With this story before us, our professor would pause dramatically (I’d heard him tell the story twice and he did this both times,) he would pause and then say, “That is what grace is like.  It is always there, we’re swimming in it!  It is always available to us, but we must first stop fighting to be in control, we must relax our own need to move forward by our own power alone, we must relax and accept the gift before we actually feel its power in our lives.”

Frederick Beuchner speaks of grace as a gift, but adds, “There’s only one catch.  Like any other gift, the gift of grace can be yours only if you’ll reach out and take it.”  You do have some work to do.  As with the story my theology professor liked to tell, you don’t just float on the water to get to the dock, you still need to kick your legs and move your arms.  You don’t need to fight it, but you do still need to kick a little.  You need to be open to it, you need to notice.  Have you ever noticed “the way the sun every evening, relaxed and easy, floats toward the horizon”?  “Have you ever seen anything in your life more wonderful”?

In speaking of grace this way, as a blessing, as a way of noticing the world, as a way of being in the world, as a style issue, we would do well to not lose sight of that old traditional interpretation whereby Grace was the demonstration of God’s love for you.  Beuchner characterizes grace this way: “The grace of God means something like: here is your life.  You might never have been, but you are because the party wouldn’t have been complete without you.  Here is the world.  Beautiful and terrible things will happen.  Don’t be afraid.  I am with you.  Nothing can ever separate us.  It’s for you I created the universe.  I love you.” (Listen To Your Life)

This now, is powerful stuff.  I can attest to this, it is powerful and awesome to be loved this way.  But here is where we begin to get sticky.  “All good gifts around us are sent from heaven above.”  That’s the title of a song from the musical Godspell, but it is also the sentiment of many people.  All the good stuff comes from God, but what about the rest?  Where do the hurricanes come from?  Do insurance companies still use the phrase, “Act of God” to describe natural disasters?

Natural disasters are certainly undeserved.  Despite some examples of Bad Theology, most people do not honestly believe that God sends Hurricanes and Tsunamis as a means of dispensing divine justice and punishment.  Of course, there are those few who are always tempted into Bad Theology by events such as this.  Like the story of the preacher on the Sunday after a tornado swept through town telling his people on Sunday morning, “I went past where the Methodist Church was before the tornado.  But it is there no longer.  I drove over to see the Presbyterian Church, but it was gone.  The Catholic Church on Main Street and the Baptist Church near the green, — both gone.  But our church was spared; God chose to leave our church standing.”  That is just Bad Theology.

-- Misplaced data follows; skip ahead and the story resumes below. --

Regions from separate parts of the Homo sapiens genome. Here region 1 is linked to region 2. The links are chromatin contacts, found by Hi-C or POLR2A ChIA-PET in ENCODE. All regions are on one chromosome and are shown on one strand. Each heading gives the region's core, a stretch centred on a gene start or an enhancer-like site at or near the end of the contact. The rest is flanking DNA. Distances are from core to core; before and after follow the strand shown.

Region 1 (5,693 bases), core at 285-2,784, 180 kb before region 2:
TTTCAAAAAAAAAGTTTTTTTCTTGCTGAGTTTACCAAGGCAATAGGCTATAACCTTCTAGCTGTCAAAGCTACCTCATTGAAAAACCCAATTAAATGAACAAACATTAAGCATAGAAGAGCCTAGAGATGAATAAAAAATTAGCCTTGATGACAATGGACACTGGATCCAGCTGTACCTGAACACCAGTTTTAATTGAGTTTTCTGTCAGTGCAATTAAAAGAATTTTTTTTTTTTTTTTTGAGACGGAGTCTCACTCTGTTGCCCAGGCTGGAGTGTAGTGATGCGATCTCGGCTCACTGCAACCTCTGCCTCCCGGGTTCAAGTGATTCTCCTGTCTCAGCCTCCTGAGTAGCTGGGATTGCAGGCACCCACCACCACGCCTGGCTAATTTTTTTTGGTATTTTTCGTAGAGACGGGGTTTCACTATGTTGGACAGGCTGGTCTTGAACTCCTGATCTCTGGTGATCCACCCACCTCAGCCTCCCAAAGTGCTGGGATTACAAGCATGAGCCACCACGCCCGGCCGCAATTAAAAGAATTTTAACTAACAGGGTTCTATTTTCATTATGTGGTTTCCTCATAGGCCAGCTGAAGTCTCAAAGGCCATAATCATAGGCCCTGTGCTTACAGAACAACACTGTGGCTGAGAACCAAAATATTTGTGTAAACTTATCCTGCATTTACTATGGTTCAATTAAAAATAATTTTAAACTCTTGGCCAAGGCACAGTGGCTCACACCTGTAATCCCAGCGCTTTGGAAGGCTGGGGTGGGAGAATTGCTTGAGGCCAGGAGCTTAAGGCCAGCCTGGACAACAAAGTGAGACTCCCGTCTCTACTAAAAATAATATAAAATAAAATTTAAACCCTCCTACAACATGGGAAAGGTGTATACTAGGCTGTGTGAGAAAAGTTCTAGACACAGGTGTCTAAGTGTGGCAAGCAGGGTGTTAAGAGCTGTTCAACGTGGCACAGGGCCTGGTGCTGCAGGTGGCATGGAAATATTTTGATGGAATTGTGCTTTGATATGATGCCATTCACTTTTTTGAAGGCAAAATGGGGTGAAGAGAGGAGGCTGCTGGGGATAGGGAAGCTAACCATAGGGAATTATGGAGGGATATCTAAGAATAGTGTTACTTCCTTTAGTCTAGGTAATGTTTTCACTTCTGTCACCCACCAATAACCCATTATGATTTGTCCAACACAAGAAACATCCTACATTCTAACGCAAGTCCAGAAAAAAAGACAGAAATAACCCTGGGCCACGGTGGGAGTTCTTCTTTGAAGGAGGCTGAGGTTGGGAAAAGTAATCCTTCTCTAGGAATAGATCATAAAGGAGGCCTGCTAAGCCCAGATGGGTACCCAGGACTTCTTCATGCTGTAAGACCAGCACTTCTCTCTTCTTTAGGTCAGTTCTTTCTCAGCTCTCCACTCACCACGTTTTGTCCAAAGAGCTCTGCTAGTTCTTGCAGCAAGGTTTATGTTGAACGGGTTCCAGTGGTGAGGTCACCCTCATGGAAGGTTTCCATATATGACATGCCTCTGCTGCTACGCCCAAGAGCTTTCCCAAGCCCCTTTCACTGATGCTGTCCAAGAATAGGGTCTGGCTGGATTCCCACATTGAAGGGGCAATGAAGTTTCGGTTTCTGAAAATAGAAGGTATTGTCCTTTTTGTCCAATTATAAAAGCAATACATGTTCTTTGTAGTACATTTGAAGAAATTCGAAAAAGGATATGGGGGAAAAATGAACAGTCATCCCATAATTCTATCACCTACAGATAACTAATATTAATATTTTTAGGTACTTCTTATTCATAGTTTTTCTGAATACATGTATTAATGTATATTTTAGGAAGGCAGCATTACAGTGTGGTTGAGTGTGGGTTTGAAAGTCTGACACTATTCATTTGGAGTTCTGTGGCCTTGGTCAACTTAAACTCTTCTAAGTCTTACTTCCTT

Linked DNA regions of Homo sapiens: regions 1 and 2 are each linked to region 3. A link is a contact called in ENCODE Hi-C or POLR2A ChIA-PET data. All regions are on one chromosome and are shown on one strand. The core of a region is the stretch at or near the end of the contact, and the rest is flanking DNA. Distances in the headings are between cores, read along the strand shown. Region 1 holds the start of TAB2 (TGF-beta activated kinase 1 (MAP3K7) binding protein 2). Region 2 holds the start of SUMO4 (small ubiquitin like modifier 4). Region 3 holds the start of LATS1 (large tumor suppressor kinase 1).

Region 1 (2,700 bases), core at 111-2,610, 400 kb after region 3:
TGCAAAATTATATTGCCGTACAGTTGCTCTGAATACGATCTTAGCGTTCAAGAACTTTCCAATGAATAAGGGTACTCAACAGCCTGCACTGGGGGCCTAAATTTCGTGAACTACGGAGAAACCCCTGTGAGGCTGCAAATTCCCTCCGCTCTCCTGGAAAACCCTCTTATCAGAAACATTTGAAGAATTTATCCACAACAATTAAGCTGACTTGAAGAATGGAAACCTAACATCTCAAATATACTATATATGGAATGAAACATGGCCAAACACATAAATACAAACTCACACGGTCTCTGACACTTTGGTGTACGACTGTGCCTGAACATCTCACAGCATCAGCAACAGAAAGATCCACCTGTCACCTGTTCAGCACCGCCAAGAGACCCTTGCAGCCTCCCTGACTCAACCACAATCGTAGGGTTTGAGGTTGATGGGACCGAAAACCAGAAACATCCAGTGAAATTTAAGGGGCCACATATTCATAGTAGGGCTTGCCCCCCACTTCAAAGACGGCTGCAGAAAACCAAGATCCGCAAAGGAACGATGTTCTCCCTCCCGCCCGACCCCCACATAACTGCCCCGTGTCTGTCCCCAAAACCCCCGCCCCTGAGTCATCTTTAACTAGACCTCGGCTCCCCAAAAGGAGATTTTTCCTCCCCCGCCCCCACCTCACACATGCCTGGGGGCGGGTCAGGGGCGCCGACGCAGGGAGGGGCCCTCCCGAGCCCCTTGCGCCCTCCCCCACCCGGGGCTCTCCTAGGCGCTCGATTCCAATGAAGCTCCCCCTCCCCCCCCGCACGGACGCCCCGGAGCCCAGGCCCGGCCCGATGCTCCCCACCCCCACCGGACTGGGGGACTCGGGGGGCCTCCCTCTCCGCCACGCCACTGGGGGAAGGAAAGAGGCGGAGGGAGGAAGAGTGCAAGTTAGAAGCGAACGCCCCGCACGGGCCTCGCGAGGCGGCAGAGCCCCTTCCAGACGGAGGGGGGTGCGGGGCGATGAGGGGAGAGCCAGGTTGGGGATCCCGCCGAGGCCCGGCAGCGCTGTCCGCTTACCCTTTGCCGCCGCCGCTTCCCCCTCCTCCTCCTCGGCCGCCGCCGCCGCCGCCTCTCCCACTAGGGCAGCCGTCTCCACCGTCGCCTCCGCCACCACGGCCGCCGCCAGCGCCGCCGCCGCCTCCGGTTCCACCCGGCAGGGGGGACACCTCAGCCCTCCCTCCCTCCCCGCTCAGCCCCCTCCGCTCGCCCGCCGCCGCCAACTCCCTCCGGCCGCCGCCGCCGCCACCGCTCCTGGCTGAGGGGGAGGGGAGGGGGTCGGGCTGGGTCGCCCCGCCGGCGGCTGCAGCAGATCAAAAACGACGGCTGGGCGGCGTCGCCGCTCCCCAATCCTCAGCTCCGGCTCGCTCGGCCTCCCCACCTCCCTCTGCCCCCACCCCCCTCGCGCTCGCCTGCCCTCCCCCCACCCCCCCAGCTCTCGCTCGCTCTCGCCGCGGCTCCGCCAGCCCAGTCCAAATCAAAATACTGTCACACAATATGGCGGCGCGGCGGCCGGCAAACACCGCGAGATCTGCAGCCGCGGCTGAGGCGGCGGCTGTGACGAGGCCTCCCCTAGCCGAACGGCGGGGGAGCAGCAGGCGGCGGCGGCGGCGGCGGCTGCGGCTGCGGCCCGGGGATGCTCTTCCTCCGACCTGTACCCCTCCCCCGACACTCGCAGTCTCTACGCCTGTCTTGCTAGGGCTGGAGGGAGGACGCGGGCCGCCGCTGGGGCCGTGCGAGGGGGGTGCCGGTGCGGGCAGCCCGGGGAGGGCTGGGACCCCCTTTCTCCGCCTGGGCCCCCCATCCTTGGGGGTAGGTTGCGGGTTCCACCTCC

And there are those who have taken the bait and slipped into a similar bad theology about the events surrounding hurricane Katrina.  The people of New Orleans did not deserved this, the people in the surrounding areas were not ‘collateral damage’ if you will, as if they were unfortunately caught in the path of God’s just retribution.  No.  The suffering and hardship they have experienced was undeserved and outside their control.

And I shutter to hear the phrase “Act of God” in connection with this disaster, indeed I see far too much in this disaster that was the act of people, or perhaps the lack of action on the part of people.  When the levees broke, that was no act of God; that was the lack of funding from the federal government despite repeated appeals from scientists and engineers.  When FEMA’s response was so slow and feeble, that was no act of God; that was the act of the neo-conservative administration hell-bent of gutting the infrastructure by placing unqualified cronies in charge of under-funded domestic programs.  When the hurricane crashed so easily through the Mississippi delta region, that was not an act of God; that was the act of several consecutive government administrations, though in large part this current one which drained and destroyed as much as 20 million acres of wetlands which served as a natural buffer against such volatile storms.  When so many thousands of people were not evacuated from the city, that was not an act of God; that was the negligent hubris of a town that only planned for a level 3 or below storm, and had no plan in place for a storm of this level.  I’ll even go so far as to say the immenseness of this hurricane was no act of God; even that we can connect to the effects of the increased temperature of the oceans due to global warming (which the Bush administration still denies is a reality)!  In my reckoning, the vast blame for this catastrophic loss of life can be laid not upon the hurricane itself, but on the appalling lack of preparation and response from the city, the state, and the federal government.  This was not an act of God; this was a colossal failure of leadership.

This devastation was no act of God.  “Here is the world,” Beuchner wrote.  “Beautiful and terrible things will happen.  Don’t be afraid.  I am with you.”  That is grace.  Grace is not only found in noticing the beauty of the sunset.  Grace is always around us, always available; it is as if we are swimming in it.  Grace is found in the way we come to see life as a blessing.  It is found in the way we come to see the abundance of what we have, for at a moment we may no longer have it.

My life is filled with undeserved abundance.  I have the love of my wife and children.  I do not deserve it, I did not win it or earn it or buy it.  It is a gift for which I strive to worthy.  Yet at those times when I prove unworthy of that love, they love me anyway.  It is a gift.  I have a home, I have meaningful work, I have a car enough money to pay for its fuel.  I have certainly worked for these things, earned them you could say; but through no fault of my own, I could lose it all.  And yet, there might still be grace.  There might still be such abundance in my life that it fills my heart and keeps me going.